for more information go to: http://spaceweather.com/
Image of Comet Ison Astronomy Picture of the Day http://apod.nasa.gov/apod/ap131116.html
Most Earth-Like Planet found!
HIP 102152 Could Be Host To An Earth-Like Planet, Astronomers have discovered the oldest solar "twin," a star identical to the sun. This star, 4 billion years older but nearly identical to our sun, lets astronomers look into the star's ageing process.HIP 102152, located in the constellation Capricornus, helped astronomers solve one mystery about the star at the centre of our solar system. Their research was published in the Astrophysical Journal Letters. A solar twin, according to ESO, has a similar temperature, mass and chemical composition to our sun. These twins can serve as a snapshot of a particular time in the star's history, giving astronomers new insights to how a sun-like star ages. HIP 102152 is approximately 8.2 billion years old, whereas our sun is 4.6 billion years old.
Recent news have been mentioning the upcoming flip of the Sun's magnetic poles. What is a magnetic flip and how exactly does it happen?
Our sun transfers energy from the core to the radiative zone, and then to the convective zone, and out to the photosphere (the visible disc of the sun). The vertical motion of the plasma in the convective layer causes the magnetic field lines to twist into flux tubes. When the flux tube increases its energy it then rises as an active region. The magnetic field lines arch from these areas from one polarity (+) to the other (-). The magnetic polarities of each active region is similar but reversed in each hemisphere.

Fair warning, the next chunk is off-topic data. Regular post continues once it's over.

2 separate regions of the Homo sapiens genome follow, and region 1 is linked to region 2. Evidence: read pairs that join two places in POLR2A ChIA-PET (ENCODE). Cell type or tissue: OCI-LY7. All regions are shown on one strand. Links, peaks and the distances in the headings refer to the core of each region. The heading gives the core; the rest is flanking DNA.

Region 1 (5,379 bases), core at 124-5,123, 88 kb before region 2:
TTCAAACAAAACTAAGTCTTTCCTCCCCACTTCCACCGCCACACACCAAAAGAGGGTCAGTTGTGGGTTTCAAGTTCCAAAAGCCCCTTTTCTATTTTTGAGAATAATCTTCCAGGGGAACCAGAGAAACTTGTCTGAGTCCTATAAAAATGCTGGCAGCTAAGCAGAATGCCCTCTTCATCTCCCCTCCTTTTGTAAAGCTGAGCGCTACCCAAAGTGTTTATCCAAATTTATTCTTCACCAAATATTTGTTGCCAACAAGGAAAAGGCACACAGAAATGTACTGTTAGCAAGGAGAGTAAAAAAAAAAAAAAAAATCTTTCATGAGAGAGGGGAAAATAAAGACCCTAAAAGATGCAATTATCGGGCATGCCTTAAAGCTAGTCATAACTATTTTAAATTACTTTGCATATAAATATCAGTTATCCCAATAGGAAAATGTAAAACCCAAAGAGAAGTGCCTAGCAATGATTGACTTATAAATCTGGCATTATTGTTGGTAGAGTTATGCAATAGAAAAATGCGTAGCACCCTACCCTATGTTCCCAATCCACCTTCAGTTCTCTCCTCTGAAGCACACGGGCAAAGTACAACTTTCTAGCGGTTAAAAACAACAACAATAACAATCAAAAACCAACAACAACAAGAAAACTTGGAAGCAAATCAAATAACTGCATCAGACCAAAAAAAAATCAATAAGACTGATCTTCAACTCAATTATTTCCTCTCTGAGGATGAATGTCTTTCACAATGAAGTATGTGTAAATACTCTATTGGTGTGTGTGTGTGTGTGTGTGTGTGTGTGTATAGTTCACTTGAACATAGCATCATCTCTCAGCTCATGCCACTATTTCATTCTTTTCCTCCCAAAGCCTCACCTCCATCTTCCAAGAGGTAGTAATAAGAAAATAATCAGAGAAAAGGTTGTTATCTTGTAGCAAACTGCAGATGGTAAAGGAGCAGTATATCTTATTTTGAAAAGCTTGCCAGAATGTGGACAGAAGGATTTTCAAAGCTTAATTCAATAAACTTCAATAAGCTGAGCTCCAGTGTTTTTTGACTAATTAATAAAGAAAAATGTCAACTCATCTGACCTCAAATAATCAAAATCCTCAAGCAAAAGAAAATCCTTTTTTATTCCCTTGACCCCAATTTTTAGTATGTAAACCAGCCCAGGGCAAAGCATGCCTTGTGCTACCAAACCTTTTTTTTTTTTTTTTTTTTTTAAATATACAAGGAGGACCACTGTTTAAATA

Peak of shower: August 12-13, 2013. Zenith Hourly Rate = 60
The Perseids are a prolific meteor shower associated with the comet "Swift-Tuttle". The Perseids are so-called because the point from which they appear to come, called the radiant lies in the constellation of Perseus.The stream of debris is called the Perseid cloud and stretches along the orbit of the comet Swift-Tuttle. The cloud consists of particles ejected by the comet as it travels on its 130-year orbit. Most of the dust in the cloud today is around a thousand years old. However, there is also a relatively young filament of dust in the stream that was pulled off the comet in 1865.The Perseid meteor shower has been observed for about 2000 years, with the earliest information on this meteor shower coming from the Far East.
Next Lunar Eclipse in the Philippines is on October 19, 2013
On October 19 2013, a Penumbral Lunar Eclipse will occur, but it will not be visible because it will happen while the Moon is still below the horizon.
Time of first contact for the Penumbral Eclipse 05:53 PST. 1.6° below the horizon Time of last contact for the Penumbral Eclipse 09:48 PST. 52.2° below the horizon
A TOTAL PENUMBRAL ECLIPSE is a lunar eclipse occurs when the moon becomes completely immersed in the penumbral cone of the Earth without touching the umbra.
It is a narrow path for the moon to pass within the penumbra and outside the umbra. It can happen on the Earth's northern or southern penumbral edges. In addition size of the penumbral is sometimes too small to contain the moon. Its width is equal to the angular diameter of the sun at the time of the eclipse, and the moon's angular diameter is larger than the sun over part of its elliptical orbit, depending on whether the eclipse occurs at its nearest (perigee) or farthest point (apogee) in its orbit around the earth.